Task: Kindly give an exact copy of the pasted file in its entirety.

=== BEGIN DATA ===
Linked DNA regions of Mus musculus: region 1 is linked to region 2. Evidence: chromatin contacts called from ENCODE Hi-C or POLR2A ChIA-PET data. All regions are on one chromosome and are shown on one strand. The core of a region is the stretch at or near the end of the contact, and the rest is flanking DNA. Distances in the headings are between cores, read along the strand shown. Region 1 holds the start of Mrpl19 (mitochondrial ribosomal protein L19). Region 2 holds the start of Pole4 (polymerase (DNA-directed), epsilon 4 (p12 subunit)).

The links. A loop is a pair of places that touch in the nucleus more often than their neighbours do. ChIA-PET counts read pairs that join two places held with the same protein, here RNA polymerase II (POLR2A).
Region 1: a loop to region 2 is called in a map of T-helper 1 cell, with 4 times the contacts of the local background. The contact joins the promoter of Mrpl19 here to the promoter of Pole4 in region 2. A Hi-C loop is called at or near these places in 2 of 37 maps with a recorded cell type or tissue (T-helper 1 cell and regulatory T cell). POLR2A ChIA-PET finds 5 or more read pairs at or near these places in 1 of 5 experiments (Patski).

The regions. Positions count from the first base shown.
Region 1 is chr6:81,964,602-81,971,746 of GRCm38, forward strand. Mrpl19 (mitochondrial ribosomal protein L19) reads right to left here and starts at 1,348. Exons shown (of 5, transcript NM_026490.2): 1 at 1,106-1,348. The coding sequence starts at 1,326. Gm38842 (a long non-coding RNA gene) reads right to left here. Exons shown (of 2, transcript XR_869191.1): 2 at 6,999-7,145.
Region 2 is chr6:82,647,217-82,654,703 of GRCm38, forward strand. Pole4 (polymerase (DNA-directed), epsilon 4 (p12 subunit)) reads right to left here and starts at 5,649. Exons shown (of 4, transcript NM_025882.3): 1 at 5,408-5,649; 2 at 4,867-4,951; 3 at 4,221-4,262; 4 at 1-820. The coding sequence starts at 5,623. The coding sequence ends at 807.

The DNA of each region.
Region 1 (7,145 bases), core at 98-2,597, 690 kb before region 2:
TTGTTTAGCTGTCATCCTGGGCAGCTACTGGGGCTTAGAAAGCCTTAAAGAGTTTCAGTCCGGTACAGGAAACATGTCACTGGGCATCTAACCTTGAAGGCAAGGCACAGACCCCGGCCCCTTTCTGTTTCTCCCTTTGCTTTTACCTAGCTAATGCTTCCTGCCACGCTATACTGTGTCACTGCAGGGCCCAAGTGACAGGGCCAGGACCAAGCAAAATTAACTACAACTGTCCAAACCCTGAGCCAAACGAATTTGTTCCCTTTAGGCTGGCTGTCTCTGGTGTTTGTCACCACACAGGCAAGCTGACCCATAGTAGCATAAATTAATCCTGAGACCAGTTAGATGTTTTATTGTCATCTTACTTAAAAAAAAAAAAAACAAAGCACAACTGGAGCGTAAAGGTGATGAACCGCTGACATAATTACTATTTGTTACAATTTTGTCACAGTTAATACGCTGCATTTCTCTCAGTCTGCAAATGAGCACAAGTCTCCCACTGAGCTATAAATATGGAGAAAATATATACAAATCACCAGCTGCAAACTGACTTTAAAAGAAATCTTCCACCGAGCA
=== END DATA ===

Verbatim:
Linked DNA regions of Mus musculus: region 1 is linked to region 2. Evidence: chromatin contacts called from ENCODE Hi-C or POLR2A ChIA-PET data. All regions are on one chromosome and are shown on one strand. The core of a region is the stretch at or near the end of the contact, and the rest is flanking DNA. Distances in the headings are between cores, read along the strand shown. Region 1 holds the start of Mrpl19 (mitochondrial ribosomal protein L19). Region 2 holds the start of Pole4 (polymerase (DNA-directed), epsilon 4 (p12 subunit)).

The links. A loop is a pair of places that touch in the nucleus more often than their neighbours do. ChIA-PET counts read pairs that join two places held with the same protein, here RNA polymerase II (POLR2A).
Region 1: a loop to region 2 is called in a map of T-helper 1 cell, with 4 times the contacts of the local background. The contact joins the promoter of Mrpl19 here to the promoter of Pole4 in region 2. A Hi-C loop is called at or near these places in 2 of 37 maps with a recorded cell type or tissue (T-helper 1 cell and regulatory T cell). POLR2A ChIA-PET finds 5 or more read pairs at or near these places in 1 of 5 experiments (Patski).

The regions. Positions count from the first base shown.
Region 1 is chr6:81,964,602-81,971,746 of GRCm38, forward strand. Mrpl19 (mitochondrial ribosomal protein L19) reads right to left here and starts at 1,348. Exons shown (of 5, transcript NM_026490.2): 1 at 1,106-1,348. The coding sequence starts at 1,326. Gm38842 (a long non-coding RNA gene) reads right to left here. Exons shown (of 2, transcript XR_869191.1): 2 at 6,999-7,145.
Region 2 is chr6:82,647,217-82,654,703 of GRCm38, forward strand. Pole4 (polymerase (DNA-directed), epsilon 4 (p12 subunit)) reads right to left here and starts at 5,649. Exons shown (of 4, transcript NM_025882.3): 1 at 5,408-5,649; 2 at 4,867-4,951; 3 at 4,221-4,262; 4 at 1-820. The coding sequence starts at 5,623. The coding sequence ends at 807.

The DNA of each region.
Region 1 (7,145 bases), core at 98-2,597, 690 kb before region 2:
TTGTTTAGCTGTCATCCTGGGCAGCTACTGGGGCTTAGAAAGCCTTAAAGAGTTTCAGTCCGGTACAGGAAACATGTCACTGGGCATCTAACCTTGAAGGCAAGGCACAGACCCCGGCCCCTTTCTGTTTCTCCCTTTGCTTTTACCTAGCTAATGCTTCCTGCCACGCTATACTGTGTCACTGCAGGGCCCAAGTGACAGGGCCAGGACCAAGCAAAATTAACTACAACTGTCCAAACCCTGAGCCAAACGAATTTGTTCCCTTTAGGCTGGCTGTCTCTGGTGTTTGTCACCACACAGGCAAGCTGACCCATAGTAGCATAAATTAATCCTGAGACCAGTTAGATGTTTTATTGTCATCTTACTTAAAAAAAAAAAAAACAAAGCACAACTGGAGCGTAAAGGTGATGAACCGCTGACATAATTACTATTTGTTACAATTTTGTCACAGTTAATACGCTGCATTTCTCTCAGTCTGCAAATGAGCACAAGTCTCCCACTGAGCTATAAATATGGAGAAAATATATACAAATCACCAGCTGCAAACTGACTTTAAAAGAAATCTTCCACCGAGCA